Friday, December 3, 2010

The Best TV Show You're (Probably) Not Watching

"Besides Mad Men, this is the smartest show on television*." "Surprisingly thoughtful...Family Guy with an espionage subplot...the new SpongeBob." Could it be that they're describing a cartoon on the Disney Channel?

Yes. Yes they are.

I may be a bit biased (those of you who know me well or have been reading my blog probably already know of my love for this show), but Phineas and Ferb is, in my opinion, possibly the best all-ages animated comedy- if not the best comedy period- on television right now. Although The Simpsons remains my all-time favorite television show period for good reason, I have to say right now that I get more laughs and enjoyment out of a Phineas and Ferb than I do a modern-day Simpsons- even I will admit that the show, while still entertaining, isn't what it used to be (although the writers still do come up with some gems). But why should you be watching Phineas and Ferb- and if you aren't already, why not? Well, I have some very good reasons.

1. Top Talent

Phineas and Ferb has top talent both behind the scenes and in front. Co-creator Dan Povenmire has a long history in animation. He started out on The Simpsons, where one of his first achievements was designing the Olmec head Xtapolapocetl which first appeared in the "Blood Feud" episode and I'm sure many Simpsons fans can recognize. He later went on to work on Rocko's Modern Life, where he and Jeff "Swampy" Marsh wrote many classic episodes, including the music-meets-environmentalism masterpiece "Zanzibar!" and the immortal "Wacky Delly," a great satire of the animation industry and an all-around funny episode to boot. (I AM THE CHEESE. I AM THE BEST CHARACTER ON THE SHOW. I AM BETTER THAN BOTH THE SALAMI AND THE BOLOGNA COMBINED.) It was while working on Rocko where the two of them came up with an unusual idea for an animated series...but more on that later. The two went their separate ways, with Marsh working in England and Povenmire going on to stints at Family Guy and SpongeBob Squarepants (where, among other achievements, he wrote the "Campfire Song Song"). Eventually- and by "eventually" I mean "nearly 15 years later"- after being rejected by practically everyone in the industry for fears that their idea was too smart, Disney picked up that series they had come up with so long ago.

Besides the veteran talent behind the scenes (which, besides Povenmire and Marsh, also includes a talented bunch of writers and animators, including Martin Olson, a veteran comedy writer, and Jon Colton Barry, son of famed songwriter Jeff Barry, among others), there's an equally talented group of voice artists giving these goofy characters their voice. The main cast combines Disney stalwarts such as Ashley Tisdale, Mitchel Musso, and Alyson Stoner with other well-known names such as Caroline Rhea and Richard O'Brien (creator and performer of Riff Raff in The Rocky Horror Picture Show). Recurring guest voices include Allison Janney, Barry Bostwick, Kelly Hu, Malcolm McDowell, John O'Hurley (J. Peterman from Seinfeld), and 30 Rock's Jack McBrayer and Maulik Pancholy. Guest stars have included Evander Holyfield (drawn with a bite in his ear, no less), Billy Ray Cyrus, French Stewart, Geraldo Rivera, Ben Stiller, Kevin Smith, Family Guy creator Seth McFarlane, J.K. Simmons, Sandra Oh, John Laroquette, Vicki Lawrence, Cloris Leachman, Jennifer Grey, Tim Curry, Sheena Easton, David Mitchell (Peep Show), and Lorenzo Lamas (who played an alien who can only say "meap" and shoots rainbows out of his mouth!), among others. A future episode will guest star not only one, but two Emmy-award-winning funny ladies: Tina Fey and Jane Lynch. And last but not least are Povenmire and Marsh themselves, who gave themselves two of the funniest characters.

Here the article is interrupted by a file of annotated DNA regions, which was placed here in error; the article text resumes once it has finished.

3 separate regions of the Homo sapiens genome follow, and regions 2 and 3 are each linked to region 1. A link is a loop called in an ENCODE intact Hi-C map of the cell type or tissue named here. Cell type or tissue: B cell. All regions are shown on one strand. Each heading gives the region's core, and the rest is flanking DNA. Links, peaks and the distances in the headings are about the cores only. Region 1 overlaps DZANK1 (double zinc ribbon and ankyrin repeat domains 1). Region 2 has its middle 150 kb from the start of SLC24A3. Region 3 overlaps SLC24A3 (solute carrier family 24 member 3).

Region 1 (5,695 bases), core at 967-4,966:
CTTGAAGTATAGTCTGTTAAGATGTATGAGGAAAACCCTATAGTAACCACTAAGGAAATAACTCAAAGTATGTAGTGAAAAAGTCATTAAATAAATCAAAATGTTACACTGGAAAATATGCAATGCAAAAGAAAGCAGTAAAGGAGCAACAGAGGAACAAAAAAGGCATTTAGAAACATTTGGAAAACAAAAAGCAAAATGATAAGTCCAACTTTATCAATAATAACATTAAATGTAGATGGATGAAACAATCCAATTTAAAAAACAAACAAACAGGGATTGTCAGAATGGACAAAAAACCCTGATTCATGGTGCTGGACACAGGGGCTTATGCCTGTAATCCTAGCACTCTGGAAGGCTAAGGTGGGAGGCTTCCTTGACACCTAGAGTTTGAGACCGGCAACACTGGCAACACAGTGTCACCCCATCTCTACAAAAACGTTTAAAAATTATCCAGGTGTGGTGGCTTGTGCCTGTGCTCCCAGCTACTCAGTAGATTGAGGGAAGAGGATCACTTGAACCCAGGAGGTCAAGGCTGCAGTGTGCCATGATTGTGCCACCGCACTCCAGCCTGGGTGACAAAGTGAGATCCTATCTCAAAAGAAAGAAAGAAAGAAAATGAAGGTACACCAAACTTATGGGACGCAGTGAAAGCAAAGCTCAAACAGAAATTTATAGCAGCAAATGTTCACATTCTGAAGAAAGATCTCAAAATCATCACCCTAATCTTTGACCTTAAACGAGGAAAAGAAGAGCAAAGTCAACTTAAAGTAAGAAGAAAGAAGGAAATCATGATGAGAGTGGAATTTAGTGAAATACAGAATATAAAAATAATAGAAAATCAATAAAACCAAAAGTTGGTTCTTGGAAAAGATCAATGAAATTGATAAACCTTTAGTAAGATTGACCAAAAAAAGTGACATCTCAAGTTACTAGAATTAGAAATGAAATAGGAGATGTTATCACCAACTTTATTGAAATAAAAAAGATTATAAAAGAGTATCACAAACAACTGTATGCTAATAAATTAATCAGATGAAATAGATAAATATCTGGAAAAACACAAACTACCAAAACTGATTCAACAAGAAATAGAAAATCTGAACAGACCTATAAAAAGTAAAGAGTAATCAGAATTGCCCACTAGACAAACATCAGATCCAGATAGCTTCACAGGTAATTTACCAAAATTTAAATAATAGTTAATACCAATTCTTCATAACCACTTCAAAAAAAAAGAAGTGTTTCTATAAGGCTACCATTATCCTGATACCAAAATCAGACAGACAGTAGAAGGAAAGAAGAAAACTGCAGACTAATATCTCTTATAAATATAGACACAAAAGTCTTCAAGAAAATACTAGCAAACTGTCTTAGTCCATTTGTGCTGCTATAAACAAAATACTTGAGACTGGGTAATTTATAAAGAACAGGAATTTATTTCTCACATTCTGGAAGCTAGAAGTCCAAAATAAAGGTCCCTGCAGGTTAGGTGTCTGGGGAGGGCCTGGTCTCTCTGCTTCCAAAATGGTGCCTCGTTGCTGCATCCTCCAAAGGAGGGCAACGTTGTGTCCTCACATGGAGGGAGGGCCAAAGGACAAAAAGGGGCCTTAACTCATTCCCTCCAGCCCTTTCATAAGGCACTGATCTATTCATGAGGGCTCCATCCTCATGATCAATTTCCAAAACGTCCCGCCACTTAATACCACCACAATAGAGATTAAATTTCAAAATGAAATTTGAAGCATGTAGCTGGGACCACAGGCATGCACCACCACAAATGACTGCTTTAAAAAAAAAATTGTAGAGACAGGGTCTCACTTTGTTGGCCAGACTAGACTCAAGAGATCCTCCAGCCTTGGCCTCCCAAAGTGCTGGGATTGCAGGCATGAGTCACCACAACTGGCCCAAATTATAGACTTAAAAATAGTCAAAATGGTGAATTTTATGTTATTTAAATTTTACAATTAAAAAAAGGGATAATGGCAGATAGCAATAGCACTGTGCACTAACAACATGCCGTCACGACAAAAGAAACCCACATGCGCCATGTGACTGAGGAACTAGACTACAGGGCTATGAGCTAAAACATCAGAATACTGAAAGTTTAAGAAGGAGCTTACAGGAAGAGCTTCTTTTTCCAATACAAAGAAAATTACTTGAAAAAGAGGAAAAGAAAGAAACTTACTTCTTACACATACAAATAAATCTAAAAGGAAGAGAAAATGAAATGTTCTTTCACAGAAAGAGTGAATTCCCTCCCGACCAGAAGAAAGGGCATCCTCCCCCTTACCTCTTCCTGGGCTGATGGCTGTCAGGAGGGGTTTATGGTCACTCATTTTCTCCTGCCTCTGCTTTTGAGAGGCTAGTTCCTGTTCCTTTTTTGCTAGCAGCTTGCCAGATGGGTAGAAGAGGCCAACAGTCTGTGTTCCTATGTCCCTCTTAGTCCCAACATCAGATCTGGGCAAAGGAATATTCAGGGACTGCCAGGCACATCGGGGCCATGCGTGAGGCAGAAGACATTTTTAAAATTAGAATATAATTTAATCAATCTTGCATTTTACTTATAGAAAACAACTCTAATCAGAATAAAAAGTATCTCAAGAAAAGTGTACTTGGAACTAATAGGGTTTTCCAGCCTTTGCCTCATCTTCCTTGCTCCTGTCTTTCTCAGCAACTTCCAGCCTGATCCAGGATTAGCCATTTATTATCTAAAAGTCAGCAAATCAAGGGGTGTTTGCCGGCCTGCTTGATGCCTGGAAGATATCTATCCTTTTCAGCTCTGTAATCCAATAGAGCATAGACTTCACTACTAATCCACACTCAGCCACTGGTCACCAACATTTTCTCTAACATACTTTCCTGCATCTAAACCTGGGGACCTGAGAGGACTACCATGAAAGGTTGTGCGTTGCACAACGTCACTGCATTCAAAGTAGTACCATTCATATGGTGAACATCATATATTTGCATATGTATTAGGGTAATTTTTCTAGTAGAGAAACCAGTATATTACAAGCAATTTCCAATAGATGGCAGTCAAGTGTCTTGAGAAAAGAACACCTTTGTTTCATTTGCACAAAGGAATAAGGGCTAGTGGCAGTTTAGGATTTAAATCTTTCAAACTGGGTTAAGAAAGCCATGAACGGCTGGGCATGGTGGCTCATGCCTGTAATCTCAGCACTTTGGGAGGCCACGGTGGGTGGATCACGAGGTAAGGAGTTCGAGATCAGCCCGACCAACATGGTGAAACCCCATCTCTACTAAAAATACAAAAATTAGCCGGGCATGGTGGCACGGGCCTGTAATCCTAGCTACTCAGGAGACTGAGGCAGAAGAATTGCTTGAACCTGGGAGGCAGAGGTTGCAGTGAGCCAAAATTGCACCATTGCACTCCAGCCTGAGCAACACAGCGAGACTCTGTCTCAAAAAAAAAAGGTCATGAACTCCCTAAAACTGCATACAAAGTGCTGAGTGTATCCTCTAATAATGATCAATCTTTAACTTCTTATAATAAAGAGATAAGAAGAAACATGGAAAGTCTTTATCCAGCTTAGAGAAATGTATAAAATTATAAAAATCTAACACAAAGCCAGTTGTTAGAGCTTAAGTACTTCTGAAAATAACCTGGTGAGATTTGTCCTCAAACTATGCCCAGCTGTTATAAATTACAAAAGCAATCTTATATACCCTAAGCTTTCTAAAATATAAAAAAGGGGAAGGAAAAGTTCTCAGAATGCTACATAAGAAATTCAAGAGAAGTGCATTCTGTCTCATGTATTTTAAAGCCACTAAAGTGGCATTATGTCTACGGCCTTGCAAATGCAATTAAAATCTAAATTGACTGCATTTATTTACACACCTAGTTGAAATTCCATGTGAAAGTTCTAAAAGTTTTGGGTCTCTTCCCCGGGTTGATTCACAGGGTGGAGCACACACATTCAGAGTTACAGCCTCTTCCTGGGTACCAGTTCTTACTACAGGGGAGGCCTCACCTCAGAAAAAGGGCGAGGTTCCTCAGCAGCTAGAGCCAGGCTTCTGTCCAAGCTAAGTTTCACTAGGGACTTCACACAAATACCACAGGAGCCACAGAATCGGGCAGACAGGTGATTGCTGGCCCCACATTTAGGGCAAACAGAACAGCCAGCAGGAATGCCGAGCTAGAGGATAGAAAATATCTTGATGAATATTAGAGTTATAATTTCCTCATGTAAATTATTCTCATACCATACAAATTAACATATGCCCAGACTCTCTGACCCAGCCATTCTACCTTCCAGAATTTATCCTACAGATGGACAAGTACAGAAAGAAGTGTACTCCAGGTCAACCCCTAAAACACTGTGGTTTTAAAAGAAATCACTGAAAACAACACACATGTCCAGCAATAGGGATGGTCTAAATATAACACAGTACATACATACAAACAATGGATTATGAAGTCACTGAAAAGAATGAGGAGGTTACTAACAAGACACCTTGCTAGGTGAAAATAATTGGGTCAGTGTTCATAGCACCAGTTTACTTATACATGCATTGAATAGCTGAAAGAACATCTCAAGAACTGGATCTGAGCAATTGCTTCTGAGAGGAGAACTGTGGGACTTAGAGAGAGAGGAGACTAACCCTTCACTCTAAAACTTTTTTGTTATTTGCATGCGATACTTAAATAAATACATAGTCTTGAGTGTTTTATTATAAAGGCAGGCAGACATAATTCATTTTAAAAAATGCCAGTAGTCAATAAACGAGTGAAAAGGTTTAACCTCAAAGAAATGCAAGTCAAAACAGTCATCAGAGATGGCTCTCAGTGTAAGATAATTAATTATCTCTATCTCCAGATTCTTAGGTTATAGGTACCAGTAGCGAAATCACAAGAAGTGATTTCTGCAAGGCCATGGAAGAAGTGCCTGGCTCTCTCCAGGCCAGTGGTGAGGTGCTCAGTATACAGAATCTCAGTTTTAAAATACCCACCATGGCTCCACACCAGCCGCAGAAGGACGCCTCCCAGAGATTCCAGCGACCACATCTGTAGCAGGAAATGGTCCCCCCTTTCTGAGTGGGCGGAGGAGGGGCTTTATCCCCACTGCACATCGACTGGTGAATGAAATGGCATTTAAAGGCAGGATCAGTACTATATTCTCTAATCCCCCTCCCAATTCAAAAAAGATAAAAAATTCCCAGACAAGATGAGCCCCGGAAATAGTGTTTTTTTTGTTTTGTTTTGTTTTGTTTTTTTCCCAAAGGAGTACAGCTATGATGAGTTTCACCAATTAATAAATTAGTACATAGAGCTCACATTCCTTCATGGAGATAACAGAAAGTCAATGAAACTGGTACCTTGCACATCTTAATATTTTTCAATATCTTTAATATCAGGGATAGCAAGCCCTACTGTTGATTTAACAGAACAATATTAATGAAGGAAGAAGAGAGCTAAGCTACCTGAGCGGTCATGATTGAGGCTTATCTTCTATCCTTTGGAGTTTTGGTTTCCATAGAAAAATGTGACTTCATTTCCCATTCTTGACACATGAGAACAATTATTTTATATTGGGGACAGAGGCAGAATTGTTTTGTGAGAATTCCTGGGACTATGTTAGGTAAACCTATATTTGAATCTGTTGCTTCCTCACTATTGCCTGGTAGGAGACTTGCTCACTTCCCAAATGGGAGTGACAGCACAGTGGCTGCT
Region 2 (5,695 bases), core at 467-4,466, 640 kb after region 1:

2. Memorable Characters

But what good is a character if you're only going by their voice? Thankfully, the wacky world of Phineas and Ferb is filled with characters that are just as memorable as their voice actors. Outside of the Simpsons's Springfield, I can't think of another large, diverse group of animated stars as memorable as these. The titular stepbrothers are surprisingly sane compared to some of their friends and acquaintances- and given as they usually spend every day building or doing something extraordinary, that's saying something. Two of my favorites are by far Candace, Phineas and Ferb's older sister who balances being a normal teenager with being certifiably insane obsessing over catching them in the act of their elaborate scheming (and is wonderfully voiced by Ashley Tisdale, who is a surprisingly talented voice actress), and Dr. Doofenshmirtz, a pathetic mad scientist who, for a would-be villain, is surprisingly developed (in humorous fashion), frequently lamenting about his failed love life and especially his childhood, which always fuels his not-quite-that-thought-out plans to conquer the entire...tri-state area.